5 Nutrition Tips to Maximize Everyday Produce
Hi, Hilary Cunningham here, Product Director at TeakOrigin. I’ve long been passionate about our food and food systems and hold an MS in Nutrition Science & Policy. At TeakOrigin, our company’s focus is understanding what’s happening inside the food we buy and eat, starting with the produce featured in our TeakOrigin Guide.
We’ve been getting a lot of questions from friends and family for produce and nutrition tips as they rethink what to buy and when. We’ve all seen the photos of grocery stores stripped clean, but preparing for social distancing and self-quarantining doesn’t mean you have to eat just rice and beans. Fresh produce can help you get the nutrients you are looking for. And worry not, as of March 19, the FDA reported no shortages of food or fresh produce, though you may need to give your grocery store some time to restock shelves.
A large part of our mission is sharing information outward, so we put together this list of tips to help you get the most out of what you buy and avoid wasting fresh fruits or veggies.
Bananas not only taste great but based on our analysis they also contain a desirable nutrient called potassium. And if you have a sweet tooth, they can get better over time. As a banana ripens, sucrose breaks down to glucose and fructose, providing a much sweeter taste.
Too ripe for you? Peel and chunk the banana then freeze it. Bananas make a great base for a smoothie. Or, if your freezer is full, let the bananas ripen, fill your house with their sweet smell, then bake them into banana bread! This might be the perfect time to start baking.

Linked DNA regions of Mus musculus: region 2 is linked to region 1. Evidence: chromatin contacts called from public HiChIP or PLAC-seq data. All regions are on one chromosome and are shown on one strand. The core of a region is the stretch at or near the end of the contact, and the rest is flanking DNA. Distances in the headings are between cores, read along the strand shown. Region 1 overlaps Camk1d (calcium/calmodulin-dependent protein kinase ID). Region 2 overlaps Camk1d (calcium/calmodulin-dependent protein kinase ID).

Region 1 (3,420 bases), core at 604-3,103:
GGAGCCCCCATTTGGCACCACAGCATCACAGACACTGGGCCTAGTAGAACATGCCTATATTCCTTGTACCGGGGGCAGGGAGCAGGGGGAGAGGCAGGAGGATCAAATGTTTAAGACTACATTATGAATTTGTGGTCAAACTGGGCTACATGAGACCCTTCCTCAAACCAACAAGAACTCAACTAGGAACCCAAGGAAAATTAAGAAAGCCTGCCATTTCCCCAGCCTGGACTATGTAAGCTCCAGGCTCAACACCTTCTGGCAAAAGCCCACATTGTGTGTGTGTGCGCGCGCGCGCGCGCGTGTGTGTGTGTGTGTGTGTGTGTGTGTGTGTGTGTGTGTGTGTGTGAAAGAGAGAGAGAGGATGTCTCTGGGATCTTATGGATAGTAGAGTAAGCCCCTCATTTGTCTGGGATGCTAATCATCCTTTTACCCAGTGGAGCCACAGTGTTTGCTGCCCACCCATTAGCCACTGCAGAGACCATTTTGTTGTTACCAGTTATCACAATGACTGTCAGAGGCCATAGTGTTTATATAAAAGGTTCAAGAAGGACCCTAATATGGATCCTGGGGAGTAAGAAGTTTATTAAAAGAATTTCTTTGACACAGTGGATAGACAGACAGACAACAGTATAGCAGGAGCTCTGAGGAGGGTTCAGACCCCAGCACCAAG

Go ahead and grab that carton of strawberries or blueberries, as they can be a great source of nutrients like Vitamin C and antioxidants. Even when berries aren’t scoring 100% on the TeakOrigin Guide, they can be a better source of Vitamin C than other produce items, like apples. And if you’re worried about them spoiling, toss them in the freezer and use them in those banana smoothies!
Eating tomatoes raw, like on a salad or with a bit of mozzarella, can be a great way to get vitamin C. But if they’re starting to turn, toss them in a pan with some oil for a satisfying snack, or turn them into a sauce. Cooking tomatoes helps make a nutrient called lycopene, an antioxidant, more bioavailable. Make too much? Go ahead and freeze it for later.
Eating fresh spinach is a great way to get vitamin C, but your body actually absorbs some nutrients better in certain types of cooked spinach. Levels of nutrients like beta-carotene, an antioxidant, actually rise when your spinach is boiled or microwaved. So spice up those canned soups, or rice and beans, with something green.
Apples are a great fruit to keep in your fridge. Some store better than others though, if you have the choice, reach for hardy varieties, such as Fuji or Red Delicious. Nutrients like vitamin C will decrease over time, even in your fridge, but you’ll always have fiber. That’ll help keep you regular in these times of irregular diets.